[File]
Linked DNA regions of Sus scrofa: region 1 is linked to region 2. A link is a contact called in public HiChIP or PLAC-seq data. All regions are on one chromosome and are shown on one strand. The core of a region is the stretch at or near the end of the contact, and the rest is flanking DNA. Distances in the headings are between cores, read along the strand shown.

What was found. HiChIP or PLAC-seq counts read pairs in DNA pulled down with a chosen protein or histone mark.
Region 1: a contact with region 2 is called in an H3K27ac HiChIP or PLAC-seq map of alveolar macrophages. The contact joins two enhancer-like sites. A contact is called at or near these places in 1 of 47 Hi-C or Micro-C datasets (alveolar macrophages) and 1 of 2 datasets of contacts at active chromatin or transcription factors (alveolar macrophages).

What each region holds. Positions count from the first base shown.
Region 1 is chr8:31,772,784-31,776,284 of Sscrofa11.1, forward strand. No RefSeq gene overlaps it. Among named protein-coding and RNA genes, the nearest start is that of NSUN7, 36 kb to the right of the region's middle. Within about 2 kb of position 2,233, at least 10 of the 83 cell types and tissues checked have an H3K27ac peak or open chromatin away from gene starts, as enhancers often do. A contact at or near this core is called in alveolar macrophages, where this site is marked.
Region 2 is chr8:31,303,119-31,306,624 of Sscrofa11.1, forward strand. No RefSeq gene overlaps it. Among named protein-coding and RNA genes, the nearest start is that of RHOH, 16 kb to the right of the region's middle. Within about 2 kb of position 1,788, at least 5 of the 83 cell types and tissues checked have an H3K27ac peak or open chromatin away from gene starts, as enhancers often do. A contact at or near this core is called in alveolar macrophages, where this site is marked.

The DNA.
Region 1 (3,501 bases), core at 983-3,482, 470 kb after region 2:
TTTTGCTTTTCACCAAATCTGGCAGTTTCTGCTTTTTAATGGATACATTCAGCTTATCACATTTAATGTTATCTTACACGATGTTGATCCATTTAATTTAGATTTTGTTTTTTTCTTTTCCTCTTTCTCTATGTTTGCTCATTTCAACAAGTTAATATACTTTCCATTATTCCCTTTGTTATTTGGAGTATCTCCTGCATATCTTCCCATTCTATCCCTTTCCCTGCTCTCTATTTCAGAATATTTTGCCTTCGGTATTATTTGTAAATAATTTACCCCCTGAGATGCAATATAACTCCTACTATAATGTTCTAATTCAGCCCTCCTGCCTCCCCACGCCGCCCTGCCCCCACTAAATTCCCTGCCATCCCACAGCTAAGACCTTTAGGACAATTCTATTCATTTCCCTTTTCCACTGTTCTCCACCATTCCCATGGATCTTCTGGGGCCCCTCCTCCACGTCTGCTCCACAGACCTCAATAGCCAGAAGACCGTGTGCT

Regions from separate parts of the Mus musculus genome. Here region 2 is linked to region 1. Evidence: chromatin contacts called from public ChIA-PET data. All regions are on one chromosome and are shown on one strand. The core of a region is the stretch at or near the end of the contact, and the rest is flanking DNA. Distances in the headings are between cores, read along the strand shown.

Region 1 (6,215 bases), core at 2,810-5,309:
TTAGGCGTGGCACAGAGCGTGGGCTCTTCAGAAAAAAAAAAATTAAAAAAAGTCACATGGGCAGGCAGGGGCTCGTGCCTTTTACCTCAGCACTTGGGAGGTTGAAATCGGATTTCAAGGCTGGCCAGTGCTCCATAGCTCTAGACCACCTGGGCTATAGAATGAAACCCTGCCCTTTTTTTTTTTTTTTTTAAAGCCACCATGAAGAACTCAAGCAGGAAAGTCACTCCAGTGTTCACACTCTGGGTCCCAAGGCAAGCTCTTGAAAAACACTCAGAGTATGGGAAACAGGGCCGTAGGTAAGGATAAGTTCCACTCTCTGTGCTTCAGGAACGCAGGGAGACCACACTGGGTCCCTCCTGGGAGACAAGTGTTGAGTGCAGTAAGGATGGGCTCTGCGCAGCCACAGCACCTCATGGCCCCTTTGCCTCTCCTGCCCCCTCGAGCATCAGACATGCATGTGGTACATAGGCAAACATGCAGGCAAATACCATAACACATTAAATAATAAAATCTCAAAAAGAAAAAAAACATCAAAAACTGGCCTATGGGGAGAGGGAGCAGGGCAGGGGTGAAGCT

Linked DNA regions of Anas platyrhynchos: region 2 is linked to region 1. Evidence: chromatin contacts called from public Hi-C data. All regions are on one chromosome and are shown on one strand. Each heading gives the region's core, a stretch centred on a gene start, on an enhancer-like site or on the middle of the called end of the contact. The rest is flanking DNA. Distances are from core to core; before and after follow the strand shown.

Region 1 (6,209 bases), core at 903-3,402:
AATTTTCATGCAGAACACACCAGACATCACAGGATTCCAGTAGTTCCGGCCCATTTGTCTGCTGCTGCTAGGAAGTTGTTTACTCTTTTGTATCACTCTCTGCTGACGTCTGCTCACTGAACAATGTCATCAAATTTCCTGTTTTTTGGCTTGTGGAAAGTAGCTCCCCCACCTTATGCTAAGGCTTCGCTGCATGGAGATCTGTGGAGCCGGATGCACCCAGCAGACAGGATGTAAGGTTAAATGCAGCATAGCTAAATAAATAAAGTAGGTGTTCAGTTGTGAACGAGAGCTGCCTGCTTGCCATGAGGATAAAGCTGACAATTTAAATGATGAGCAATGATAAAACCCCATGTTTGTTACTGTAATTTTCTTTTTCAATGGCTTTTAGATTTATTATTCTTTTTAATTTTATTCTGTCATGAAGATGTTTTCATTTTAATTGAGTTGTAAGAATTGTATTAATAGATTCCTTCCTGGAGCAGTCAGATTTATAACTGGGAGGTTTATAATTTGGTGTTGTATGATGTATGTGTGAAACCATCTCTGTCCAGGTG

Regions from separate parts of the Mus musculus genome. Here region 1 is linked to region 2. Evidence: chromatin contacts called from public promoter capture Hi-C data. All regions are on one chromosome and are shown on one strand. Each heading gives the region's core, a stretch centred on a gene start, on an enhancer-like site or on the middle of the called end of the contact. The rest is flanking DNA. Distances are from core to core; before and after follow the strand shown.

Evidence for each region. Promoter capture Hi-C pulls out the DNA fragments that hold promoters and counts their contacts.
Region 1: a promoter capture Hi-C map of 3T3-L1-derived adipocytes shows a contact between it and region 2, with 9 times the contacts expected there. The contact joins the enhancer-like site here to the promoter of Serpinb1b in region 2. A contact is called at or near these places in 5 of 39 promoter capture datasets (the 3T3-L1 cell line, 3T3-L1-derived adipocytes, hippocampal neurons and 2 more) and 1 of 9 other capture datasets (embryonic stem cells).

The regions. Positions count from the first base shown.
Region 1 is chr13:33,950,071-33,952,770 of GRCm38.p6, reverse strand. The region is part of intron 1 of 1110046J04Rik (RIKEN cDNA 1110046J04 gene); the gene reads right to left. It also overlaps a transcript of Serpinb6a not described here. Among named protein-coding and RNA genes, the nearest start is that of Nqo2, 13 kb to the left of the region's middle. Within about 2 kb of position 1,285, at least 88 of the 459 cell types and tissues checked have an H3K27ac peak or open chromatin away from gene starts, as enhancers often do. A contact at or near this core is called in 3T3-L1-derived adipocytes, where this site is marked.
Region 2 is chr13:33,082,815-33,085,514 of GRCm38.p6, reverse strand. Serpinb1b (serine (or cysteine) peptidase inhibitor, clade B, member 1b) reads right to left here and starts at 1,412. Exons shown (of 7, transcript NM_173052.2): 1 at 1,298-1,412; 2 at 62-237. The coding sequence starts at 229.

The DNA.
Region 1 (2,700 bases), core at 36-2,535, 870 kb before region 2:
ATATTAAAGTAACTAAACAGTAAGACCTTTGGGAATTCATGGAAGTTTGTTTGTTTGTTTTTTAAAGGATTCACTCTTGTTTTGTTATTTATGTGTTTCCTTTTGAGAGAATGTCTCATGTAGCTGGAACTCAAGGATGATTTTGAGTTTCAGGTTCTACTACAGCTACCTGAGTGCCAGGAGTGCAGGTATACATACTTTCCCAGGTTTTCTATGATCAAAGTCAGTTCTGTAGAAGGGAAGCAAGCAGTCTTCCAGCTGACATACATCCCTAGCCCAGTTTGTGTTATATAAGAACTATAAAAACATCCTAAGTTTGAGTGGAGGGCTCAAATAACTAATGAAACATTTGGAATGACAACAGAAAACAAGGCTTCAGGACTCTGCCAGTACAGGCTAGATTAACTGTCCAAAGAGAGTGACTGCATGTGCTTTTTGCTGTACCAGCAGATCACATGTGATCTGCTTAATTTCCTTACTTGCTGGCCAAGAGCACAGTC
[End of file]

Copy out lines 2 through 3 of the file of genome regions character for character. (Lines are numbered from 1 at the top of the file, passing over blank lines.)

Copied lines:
What was found. HiChIP or PLAC-seq counts read pairs in DNA pulled down with a chosen protein or histone mark.
Region 1: a contact with region 2 is called in an H3K27ac HiChIP or PLAC-seq map of alveolar macrophages. The contact joins two enhancer-like sites. A contact is called at or near these places in 1 of 47 Hi-C or Micro-C datasets (alveolar macrophages) and 1 of 2 datasets of contacts at active chromatin or transcription factors (alveolar macrophages).